Today the BIA and the ABPI have published a write-up of our one stop shop event on the European Medicines Agency’s (EMA) Adaptive Licensing pilot project. We also co-hosted the event with the Centre for the Advancement of Sustainable Medical Innovation (CASMI), which was created to develop new models for medical innovation. Thanks once again to Taylor Wessing for hosting us.
The adaptive licensing event follows hot on the heels of our previous ‘one stop shop’ on the MHRA’s Early Access to Medicines Scheme (EAMS). The day was designed to provide attendees with a clearer understanding of which medicines would be appropriate for the pilot project and to explain in detail how the pilot would work in practice.
One of the speakers, Dr Hans-Georg Eichler, Senior Medical Officer at the EMA, said there have been a positive reception for the pilot project across Europe, which is now progressing with a ‘coalition of the willing’, referencing the MHRA’s significant support and involvement in the design of the pilot. To date, 20 applications have been received, two of which have been accepted onto the pilot project from an initial batch of nine reviewed so far.
Since 2011 the UK government has been in support of introducing some form of adaptive licensing as another step towards providing timely access to innovative medicines in order to address unmet medical needs. Also known as ‘staggered approval’ or ‘progressive licensing’, the adaptive licensing approach allows experimental medicines in the early stages of development to be authorised for use within a restricted patient population. Evidence collected during its use in this ‘real world’ setting will then be used to adapt the marketing authorisation and gradually expand access to broader patient populations. This moves away from the current ‘magic moment’ scenario in licensing, whereby once a drug is licensed it is immediately available to a large number of patients. In these cases, where use of the drug increases exponentially, it can be difficult to monitor adverse reactions and determine their significance. An adaptive pathway allows for greater control of the process and monitoring of side effects.
Thanks to highly informative presentations from the EMA, MHRA, NICE and the Department of Health, delegates were left with a clear understanding of both the rationale behind the project, and the mechanics of using this as a route to marketing authorisation, utilising existing regulatory pathways. Lord Howe’s introductory remarks, and attendance, further highlighted the high level government commitment to this project specifically and more broadly to innovation in biopharmaceutical regulation.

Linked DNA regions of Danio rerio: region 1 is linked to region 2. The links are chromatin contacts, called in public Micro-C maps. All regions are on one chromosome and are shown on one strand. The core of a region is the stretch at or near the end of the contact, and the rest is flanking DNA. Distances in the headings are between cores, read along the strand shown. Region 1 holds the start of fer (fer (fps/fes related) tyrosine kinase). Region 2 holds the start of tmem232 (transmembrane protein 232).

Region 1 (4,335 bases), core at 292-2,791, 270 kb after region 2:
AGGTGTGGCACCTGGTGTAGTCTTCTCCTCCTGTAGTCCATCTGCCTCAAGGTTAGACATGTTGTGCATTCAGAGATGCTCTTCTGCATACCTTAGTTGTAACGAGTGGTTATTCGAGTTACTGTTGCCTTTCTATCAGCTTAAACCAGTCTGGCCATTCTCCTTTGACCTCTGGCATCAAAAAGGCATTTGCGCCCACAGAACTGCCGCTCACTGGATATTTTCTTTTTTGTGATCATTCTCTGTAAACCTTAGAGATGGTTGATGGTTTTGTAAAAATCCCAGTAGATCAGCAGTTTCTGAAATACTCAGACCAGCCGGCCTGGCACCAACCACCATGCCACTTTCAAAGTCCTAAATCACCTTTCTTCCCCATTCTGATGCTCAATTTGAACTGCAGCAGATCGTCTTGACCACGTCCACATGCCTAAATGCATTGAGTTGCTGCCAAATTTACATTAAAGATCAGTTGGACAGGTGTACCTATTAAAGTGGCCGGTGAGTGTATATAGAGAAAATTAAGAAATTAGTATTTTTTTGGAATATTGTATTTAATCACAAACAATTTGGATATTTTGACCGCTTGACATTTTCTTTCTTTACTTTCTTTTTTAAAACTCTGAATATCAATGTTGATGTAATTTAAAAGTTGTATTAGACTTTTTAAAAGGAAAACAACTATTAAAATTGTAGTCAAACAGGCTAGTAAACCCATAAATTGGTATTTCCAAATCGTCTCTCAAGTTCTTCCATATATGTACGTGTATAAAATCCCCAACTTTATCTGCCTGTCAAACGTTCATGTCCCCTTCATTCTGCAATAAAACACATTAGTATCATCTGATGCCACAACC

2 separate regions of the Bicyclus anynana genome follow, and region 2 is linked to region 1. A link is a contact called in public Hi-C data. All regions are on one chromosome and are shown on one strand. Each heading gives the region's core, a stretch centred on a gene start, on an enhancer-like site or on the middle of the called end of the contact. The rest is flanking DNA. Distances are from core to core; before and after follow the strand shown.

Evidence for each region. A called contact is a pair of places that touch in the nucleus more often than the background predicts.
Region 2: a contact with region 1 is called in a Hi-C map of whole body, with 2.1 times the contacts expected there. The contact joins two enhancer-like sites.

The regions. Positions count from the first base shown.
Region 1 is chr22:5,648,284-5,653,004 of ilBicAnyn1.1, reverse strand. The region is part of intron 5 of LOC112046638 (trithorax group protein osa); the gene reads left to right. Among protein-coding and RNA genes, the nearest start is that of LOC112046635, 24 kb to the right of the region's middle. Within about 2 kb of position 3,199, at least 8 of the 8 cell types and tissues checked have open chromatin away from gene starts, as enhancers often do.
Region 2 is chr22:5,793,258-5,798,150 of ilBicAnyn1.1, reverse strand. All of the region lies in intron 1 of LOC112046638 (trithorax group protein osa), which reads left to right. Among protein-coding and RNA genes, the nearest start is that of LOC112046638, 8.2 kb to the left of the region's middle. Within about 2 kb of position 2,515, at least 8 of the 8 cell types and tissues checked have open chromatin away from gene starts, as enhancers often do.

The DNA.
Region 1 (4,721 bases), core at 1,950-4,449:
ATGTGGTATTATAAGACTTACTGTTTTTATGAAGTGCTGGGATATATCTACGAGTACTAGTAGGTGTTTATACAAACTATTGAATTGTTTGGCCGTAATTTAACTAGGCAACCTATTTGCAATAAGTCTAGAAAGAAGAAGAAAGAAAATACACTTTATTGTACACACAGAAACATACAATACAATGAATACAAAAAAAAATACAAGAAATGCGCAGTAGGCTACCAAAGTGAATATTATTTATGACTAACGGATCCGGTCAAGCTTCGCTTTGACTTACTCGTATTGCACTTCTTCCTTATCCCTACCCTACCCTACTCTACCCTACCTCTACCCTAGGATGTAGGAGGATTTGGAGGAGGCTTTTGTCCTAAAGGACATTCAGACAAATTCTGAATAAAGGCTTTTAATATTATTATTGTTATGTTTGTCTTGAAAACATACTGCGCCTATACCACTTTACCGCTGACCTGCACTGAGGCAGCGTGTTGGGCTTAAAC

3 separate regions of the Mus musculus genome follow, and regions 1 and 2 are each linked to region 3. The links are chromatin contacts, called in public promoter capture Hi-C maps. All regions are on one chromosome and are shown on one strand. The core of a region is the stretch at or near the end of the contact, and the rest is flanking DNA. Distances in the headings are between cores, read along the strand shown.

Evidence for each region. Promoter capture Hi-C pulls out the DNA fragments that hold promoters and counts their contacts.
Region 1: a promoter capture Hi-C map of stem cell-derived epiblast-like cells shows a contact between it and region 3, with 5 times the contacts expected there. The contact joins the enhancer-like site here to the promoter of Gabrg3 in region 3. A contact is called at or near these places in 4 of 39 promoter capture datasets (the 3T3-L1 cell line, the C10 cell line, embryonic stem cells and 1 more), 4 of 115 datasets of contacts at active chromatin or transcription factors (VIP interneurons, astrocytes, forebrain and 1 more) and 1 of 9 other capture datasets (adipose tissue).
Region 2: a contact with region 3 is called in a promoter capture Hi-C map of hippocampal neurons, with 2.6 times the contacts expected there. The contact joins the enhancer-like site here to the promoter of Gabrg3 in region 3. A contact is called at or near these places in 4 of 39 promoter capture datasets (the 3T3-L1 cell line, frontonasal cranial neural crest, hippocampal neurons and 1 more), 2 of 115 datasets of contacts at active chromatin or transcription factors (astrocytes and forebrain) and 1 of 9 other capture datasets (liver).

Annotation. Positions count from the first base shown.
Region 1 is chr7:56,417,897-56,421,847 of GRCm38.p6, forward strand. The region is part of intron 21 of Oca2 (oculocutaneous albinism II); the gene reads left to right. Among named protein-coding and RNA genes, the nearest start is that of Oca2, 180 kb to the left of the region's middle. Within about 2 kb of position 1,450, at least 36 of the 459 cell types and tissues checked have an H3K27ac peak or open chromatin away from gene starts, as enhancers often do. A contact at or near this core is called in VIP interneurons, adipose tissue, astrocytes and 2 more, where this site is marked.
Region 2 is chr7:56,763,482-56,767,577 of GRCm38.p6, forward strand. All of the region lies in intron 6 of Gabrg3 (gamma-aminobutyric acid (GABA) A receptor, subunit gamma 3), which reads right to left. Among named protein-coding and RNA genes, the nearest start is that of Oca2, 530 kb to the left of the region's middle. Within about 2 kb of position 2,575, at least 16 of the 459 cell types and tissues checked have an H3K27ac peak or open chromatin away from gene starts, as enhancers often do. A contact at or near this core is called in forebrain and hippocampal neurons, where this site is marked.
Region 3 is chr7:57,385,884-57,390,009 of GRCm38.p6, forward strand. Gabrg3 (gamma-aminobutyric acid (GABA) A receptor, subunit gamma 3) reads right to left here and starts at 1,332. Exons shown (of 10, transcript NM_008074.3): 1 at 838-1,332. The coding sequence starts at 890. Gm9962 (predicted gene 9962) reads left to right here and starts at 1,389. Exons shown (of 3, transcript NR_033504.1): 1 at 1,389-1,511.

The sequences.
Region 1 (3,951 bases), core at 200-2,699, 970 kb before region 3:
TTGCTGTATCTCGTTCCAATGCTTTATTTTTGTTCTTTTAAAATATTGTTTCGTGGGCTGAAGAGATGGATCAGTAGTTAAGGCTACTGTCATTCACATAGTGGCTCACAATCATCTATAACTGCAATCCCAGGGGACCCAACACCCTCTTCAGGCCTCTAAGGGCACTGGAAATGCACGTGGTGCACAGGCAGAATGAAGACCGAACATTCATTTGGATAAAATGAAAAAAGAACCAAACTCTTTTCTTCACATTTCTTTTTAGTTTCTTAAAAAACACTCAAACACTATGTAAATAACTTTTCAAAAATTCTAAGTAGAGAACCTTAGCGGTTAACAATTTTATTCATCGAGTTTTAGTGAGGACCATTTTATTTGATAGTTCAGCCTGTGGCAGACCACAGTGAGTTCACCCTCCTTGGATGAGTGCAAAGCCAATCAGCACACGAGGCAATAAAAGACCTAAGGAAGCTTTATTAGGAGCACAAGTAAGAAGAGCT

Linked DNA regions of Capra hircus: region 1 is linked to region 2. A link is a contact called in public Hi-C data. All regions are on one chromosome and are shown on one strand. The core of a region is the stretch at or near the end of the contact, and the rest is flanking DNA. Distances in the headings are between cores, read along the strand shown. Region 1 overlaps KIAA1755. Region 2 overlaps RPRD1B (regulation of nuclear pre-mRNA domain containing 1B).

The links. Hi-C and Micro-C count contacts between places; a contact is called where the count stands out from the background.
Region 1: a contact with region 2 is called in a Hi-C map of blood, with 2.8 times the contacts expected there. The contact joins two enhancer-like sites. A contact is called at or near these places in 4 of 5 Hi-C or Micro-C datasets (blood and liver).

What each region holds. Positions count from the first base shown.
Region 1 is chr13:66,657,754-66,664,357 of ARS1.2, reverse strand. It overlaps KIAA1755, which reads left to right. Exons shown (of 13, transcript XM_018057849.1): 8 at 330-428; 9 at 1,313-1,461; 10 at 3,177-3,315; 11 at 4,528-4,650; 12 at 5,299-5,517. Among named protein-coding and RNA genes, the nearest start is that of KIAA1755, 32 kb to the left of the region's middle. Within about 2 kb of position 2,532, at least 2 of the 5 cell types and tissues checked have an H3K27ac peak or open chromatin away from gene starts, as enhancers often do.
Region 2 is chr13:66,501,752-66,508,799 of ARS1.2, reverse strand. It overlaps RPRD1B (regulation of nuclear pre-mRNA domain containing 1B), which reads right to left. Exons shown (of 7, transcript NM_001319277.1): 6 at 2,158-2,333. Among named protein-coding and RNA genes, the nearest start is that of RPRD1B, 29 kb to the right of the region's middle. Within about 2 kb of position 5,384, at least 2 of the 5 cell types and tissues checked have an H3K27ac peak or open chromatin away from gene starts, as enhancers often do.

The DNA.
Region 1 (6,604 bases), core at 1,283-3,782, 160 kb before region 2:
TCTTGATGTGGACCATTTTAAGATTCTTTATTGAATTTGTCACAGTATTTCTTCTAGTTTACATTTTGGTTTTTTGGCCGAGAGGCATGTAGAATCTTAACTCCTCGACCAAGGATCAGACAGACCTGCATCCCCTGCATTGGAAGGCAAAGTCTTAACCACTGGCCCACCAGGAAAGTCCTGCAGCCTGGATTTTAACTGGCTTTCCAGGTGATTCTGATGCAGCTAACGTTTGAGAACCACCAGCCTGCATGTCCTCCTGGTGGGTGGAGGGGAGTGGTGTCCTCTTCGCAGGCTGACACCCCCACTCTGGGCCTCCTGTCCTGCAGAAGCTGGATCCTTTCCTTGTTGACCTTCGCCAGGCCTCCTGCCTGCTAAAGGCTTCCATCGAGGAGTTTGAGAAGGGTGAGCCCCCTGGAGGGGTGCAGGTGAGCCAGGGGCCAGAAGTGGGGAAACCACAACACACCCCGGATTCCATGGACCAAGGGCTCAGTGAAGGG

The candid comments from speakers and panellists prompted an open and honest interaction with delegates. This attitude will be central to the success of the pilot project. The first step is a discussion in a safe harbour environment, between patients, clinicians, industry, regulators and payers. The importance of trust between all parties was repeatedly emphasised and the dialogue during the day laid the groundwork for future discussions.
The workshop was an excellent opportunity to ensure concerns and challenges relating to the adaptive pilot project were heard directly by those responsible for running the scheme (see details in our press release here), and we hope they are taken into consideration as therapies begin to progress using this approach. We believe there is much to be gained through entering into a dialogue on the possibilities of adaptive licensing, and we encourage UK companies to consider submitting suitable live assets for consideration by the EMA. Full details of the criteria can be found here.
Without doubt the UK is moving to a new research paradigm where healthcare and research are becoming more closely intertwined, additionally the data used for analysis is changing. The speakers at our event were clearly championing adaptive licensing and embracing this new era, and the challenge is now for industry to do the same.
For those who were unable to attend this ‘one stop shop’ and would like more information, please read the full write-up available here and please do feedback your thoughts on the pilot directly to us at the BIA and ABPI.
Steve Bates, Chief Executive Officer of the BIA
Stephen Whitehead, Chief Executive of the ABPI